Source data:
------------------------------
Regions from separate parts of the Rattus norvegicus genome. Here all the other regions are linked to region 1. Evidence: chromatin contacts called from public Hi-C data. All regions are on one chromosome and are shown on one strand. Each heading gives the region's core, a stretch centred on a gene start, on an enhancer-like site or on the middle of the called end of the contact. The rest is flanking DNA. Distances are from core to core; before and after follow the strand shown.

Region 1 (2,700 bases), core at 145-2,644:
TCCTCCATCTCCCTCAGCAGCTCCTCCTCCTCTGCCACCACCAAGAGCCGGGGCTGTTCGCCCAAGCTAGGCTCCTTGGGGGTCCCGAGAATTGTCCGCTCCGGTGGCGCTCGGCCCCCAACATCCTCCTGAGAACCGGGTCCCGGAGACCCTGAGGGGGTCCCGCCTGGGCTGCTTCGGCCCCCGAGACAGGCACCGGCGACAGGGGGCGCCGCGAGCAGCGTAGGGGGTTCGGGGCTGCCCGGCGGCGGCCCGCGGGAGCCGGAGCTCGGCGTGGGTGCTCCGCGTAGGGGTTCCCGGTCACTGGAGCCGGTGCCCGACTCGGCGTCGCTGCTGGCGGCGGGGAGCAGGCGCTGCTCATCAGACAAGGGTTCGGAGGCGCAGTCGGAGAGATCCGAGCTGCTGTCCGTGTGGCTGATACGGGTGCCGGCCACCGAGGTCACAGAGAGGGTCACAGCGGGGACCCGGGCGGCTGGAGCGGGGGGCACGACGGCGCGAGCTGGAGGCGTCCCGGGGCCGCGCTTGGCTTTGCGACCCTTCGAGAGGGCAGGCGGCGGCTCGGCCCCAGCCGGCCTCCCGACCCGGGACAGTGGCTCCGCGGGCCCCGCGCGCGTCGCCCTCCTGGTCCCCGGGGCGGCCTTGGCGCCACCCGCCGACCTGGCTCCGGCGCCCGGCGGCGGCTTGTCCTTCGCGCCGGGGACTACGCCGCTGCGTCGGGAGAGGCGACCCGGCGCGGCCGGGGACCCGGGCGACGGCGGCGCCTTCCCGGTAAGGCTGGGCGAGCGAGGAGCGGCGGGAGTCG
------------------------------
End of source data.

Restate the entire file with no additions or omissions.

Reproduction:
Regions from separate parts of the Rattus norvegicus genome. Here all the other regions are linked to region 1. Evidence: chromatin contacts called from public Hi-C data. All regions are on one chromosome and are shown on one strand. Each heading gives the region's core, a stretch centred on a gene start, on an enhancer-like site or on the middle of the called end of the contact. The rest is flanking DNA. Distances are from core to core; before and after follow the strand shown.

Region 1 (2,700 bases), core at 145-2,644:
TCCTCCATCTCCCTCAGCAGCTCCTCCTCCTCTGCCACCACCAAGAGCCGGGGCTGTTCGCCCAAGCTAGGCTCCTTGGGGGTCCCGAGAATTGTCCGCTCCGGTGGCGCTCGGCCCCCAACATCCTCCTGAGAACCGGGTCCCGGAGACCCTGAGGGGGTCCCGCCTGGGCTGCTTCGGCCCCCGAGACAGGCACCGGCGACAGGGGGCGCCGCGAGCAGCGTAGGGGGTTCGGGGCTGCCCGGCGGCGGCCCGCGGGAGCCGGAGCTCGGCGTGGGTGCTCCGCGTAGGGGTTCCCGGTCACTGGAGCCGGTGCCCGACTCGGCGTCGCTGCTGGCGGCGGGGAGCAGGCGCTGCTCATCAGACAAGGGTTCGGAGGCGCAGTCGGAGAGATCCGAGCTGCTGTCCGTGTGGCTGATACGGGTGCCGGCCACCGAGGTCACAGAGAGGGTCACAGCGGGGACCCGGGCGGCTGGAGCGGGGGGCACGACGGCGCGAGCTGGAGGCGTCCCGGGGCCGCGCTTGGCTTTGCGACCCTTCGAGAGGGCAGGCGGCGGCTCGGCCCCAGCCGGCCTCCCGACCCGGGACAGTGGCTCCGCGGGCCCCGCGCGCGTCGCCCTCCTGGTCCCCGGGGCGGCCTTGGCGCCACCCGCCGACCTGGCTCCGGCGCCCGGCGGCGGCTTGTCCTTCGCGCCGGGGACTACGCCGCTGCGTCGGGAGAGGCGACCCGGCGCGGCCGGGGACCCGGGCGACGGCGGCGCCTTCCCGGTAAGGCTGGGCGAGCGAGGAGCGGCGGGAGTCG